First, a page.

Cage the Elephant – Unpeeled (Album Review)

Cage the Elephant – Unpeeled (Album Review)

Soothing music lovers’ souls in the summer of 2017, Cage the Elephant returned with their first ever live album on July 28th via RCA Records. The album, Unpeeled, peels a layer back, showing the heart and vulnerability of the band. Recorded over a series of shows in Los Angeles, Washington D.C., Knoxville, as well as Nashville, the entire set consists of 21 tracks from the Grammy award winners Cage the Elephant. 

When asked his opinion on the album, Lead Vocalist/Guitarist Matt Schultz stated, “Many times you’re adding sonic layers looking for something to hide behind, and what you do not realize is that vulnerability and nakedness might be the most compelling, interesting things about the album.” As stated, consisting of 21 tracks, 18 originals and the other 3 covers, this is any listener’s dream come true. Premiered alongside the video for “Whole New World,” fans in the video light it up, shout it out, making for an echoing and haunting feel as if you were in a movie theater at full volume.

Composed of Matt Schultz, Brad Schultz (guitar), Nick Bockrath (drums), Daniel Tichenor (bass), and Matthan Minster (keyboard/backing vocals), the band has received critical acclaims from some of the world’s renown sources such as New York Times, Rolling Stone, and The AV Club. Touring, they have sold out several headlining runs the summer of 2016 and recently sold out their UK and European tour.

With Unpeeled, they capture the raw feel of a real live setting as amplified guitars boom through the room, escorted by a jarring tone, fused for a cutting edge unconventional tempo. A perfect example, “Cry Baby” features hardy strings while wearing an old Rock-n-Roll feel. Can I get a hell yeah? In similar fashion “Ain’t No Rest For The Wicked” is another headbanger as Shultz puts on an impressive vocal performance expressing an emotional range, reaching notes and striking them with precision, his range soars to new heights. 

Moving on there is “Shake Me Down,” and is quite appetizing with a performance filled with zest and life with well-placed strings. Overwhelming with a breeze that sweeps you in slowly like a whirlwind, “Aberdeen” features more blazing vocals as well as an orchestra that creates a pure harmony. At its core, even acoustically, it still has adrenaline. Then there are the 3 covers, including “Instant Crush” originally by Daft Punk, a sure fan favorite. With Schultz softening his voice, they change it up a bit with a string section rather than using synths. There is also “Whole Wide World,” another sure favorite, originally sung by Wreckless Eric. With undertones slightly melodramatic yet contemporary, it is a nicely put together rendition. The final cover comes with “Golden Brown” by The Stranglers, taking on a spooky sound with a juicy guitar part in the interlude and feeling like a clip from a Broadway play.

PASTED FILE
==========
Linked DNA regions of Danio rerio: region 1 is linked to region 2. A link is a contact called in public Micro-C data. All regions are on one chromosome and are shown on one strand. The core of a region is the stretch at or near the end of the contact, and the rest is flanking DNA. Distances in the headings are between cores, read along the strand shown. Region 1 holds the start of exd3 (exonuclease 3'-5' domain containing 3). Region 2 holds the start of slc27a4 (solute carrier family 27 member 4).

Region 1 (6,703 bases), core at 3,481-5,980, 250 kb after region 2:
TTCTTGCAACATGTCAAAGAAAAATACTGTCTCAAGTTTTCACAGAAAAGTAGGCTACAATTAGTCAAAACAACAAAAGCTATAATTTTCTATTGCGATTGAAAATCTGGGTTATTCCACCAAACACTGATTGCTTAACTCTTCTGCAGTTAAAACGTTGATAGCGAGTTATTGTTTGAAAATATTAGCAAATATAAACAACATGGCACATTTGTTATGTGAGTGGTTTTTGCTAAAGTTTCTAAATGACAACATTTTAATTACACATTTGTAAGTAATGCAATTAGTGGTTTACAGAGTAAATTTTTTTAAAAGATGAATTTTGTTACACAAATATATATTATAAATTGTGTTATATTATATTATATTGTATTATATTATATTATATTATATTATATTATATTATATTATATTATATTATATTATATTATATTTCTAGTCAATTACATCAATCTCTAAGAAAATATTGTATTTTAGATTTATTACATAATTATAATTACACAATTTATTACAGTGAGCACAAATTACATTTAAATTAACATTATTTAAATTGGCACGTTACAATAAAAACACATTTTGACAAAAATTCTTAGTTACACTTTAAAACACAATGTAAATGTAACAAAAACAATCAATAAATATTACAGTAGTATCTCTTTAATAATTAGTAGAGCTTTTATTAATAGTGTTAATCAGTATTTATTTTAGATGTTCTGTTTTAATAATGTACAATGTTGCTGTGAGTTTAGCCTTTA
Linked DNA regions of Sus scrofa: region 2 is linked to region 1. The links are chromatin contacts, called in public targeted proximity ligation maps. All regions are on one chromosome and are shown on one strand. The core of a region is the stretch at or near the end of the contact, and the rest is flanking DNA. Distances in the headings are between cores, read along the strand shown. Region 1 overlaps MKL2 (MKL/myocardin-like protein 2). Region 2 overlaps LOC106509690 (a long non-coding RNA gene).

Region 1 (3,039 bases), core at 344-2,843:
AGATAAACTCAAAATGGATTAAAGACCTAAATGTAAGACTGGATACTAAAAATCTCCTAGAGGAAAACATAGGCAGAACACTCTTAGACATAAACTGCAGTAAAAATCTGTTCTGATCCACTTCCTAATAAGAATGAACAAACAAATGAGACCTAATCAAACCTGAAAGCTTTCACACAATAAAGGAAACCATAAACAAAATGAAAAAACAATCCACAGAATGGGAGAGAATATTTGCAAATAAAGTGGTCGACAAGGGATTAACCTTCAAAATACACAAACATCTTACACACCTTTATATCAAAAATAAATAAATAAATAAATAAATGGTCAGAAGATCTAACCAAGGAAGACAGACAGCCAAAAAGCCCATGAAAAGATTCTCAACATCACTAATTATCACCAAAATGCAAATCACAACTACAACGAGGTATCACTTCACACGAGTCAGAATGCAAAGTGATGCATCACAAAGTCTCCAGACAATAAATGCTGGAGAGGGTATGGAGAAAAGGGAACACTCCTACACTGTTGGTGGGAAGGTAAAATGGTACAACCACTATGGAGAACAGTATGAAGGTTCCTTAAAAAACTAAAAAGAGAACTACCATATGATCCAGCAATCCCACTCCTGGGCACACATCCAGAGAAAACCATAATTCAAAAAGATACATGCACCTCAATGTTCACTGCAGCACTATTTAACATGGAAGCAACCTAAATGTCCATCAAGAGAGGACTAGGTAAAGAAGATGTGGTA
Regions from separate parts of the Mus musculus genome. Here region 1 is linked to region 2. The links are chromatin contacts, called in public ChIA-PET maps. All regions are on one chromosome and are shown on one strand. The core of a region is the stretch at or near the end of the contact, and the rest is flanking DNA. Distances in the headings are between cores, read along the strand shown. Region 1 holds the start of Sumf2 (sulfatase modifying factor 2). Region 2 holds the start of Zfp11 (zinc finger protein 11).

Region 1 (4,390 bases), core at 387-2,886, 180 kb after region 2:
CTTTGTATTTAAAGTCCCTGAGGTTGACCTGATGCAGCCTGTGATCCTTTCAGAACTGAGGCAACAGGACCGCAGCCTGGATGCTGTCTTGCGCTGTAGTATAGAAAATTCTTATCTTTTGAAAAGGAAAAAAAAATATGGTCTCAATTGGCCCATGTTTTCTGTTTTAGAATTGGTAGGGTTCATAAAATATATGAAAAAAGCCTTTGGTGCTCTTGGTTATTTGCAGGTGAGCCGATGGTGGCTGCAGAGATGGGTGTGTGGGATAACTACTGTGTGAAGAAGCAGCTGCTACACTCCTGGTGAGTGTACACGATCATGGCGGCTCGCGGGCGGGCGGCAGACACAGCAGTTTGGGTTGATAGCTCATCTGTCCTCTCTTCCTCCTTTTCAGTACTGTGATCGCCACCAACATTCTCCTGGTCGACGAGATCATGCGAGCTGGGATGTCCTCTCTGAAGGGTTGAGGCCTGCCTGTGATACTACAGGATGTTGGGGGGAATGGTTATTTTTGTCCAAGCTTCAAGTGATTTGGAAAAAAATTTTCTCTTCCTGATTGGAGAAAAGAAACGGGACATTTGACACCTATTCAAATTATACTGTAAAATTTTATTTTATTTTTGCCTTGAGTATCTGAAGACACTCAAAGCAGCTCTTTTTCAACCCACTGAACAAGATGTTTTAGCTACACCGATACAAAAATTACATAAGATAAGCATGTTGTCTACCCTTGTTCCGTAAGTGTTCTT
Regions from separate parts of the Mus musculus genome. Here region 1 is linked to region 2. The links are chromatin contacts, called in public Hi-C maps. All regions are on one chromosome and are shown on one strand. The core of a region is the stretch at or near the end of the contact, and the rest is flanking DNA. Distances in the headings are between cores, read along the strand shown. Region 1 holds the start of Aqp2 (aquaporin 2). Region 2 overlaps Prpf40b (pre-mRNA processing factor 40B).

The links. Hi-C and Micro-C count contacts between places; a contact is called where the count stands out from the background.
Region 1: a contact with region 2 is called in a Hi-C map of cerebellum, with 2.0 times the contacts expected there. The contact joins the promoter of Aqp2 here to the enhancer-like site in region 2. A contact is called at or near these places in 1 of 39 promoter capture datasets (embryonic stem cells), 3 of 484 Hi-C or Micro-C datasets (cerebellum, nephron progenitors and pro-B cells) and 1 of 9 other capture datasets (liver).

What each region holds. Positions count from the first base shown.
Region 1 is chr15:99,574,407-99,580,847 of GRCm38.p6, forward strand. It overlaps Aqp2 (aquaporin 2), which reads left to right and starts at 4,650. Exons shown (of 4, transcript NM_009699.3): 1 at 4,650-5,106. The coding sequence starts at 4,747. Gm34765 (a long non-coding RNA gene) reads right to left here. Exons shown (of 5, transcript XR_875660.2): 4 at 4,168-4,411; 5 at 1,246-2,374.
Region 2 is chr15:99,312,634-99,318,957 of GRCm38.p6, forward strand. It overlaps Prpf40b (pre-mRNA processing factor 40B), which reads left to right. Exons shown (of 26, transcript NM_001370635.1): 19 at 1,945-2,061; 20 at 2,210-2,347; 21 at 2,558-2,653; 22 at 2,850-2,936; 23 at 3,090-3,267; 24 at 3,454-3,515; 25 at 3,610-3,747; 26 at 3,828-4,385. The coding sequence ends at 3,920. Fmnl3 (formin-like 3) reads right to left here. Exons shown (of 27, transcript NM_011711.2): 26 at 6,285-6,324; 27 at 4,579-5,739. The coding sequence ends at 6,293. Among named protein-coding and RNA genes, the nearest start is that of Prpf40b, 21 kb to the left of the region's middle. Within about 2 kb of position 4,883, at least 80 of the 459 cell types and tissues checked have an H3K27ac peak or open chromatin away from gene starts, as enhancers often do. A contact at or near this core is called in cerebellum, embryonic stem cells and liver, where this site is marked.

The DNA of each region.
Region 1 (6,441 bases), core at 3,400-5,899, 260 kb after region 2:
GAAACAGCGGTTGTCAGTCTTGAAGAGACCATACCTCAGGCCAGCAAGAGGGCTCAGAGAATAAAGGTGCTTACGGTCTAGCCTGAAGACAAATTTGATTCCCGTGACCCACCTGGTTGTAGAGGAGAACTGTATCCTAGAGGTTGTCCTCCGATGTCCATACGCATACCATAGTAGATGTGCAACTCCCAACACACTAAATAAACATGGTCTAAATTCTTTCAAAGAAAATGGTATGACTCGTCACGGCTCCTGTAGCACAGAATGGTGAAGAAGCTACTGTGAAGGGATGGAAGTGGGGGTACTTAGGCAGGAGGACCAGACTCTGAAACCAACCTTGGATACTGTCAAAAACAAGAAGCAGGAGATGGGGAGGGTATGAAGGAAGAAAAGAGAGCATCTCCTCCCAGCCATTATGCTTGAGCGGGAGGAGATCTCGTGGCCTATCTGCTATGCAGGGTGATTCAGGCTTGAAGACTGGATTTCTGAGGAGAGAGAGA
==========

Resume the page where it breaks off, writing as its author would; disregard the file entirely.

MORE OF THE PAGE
Tracks like “Trouble,” even stripped down, are still as heavy and hard as the original version. Matching this, the crowd goes crazy in the background, resonating along with the chorus. More mellow, “How Are You True” along with “Telescope” are gentle and sweet. The later reflects the vulnerability that the band has. All part of their charm, they take their audience deep inside with “Right Before My Eyes,” carrying out the performance with grace and beauty. The guitar strum grabbing at your heart, the tempo swaying you on, makes for a perfect farewell song, full of memories.

Not limiting themselves, Cage the Elephant tried a different creative approach with Unpeeled. An acoustic album, it is still hard-hitting Rock despite the gentleness and sway of several of the songs. That said, Cage the Elephant seems to be at the top of their game, changing it up, leaving fans to wonder what is next. Until then, CrypticRock gives Unpeeled 3.5 stars out of 5.

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Mayra Garibo
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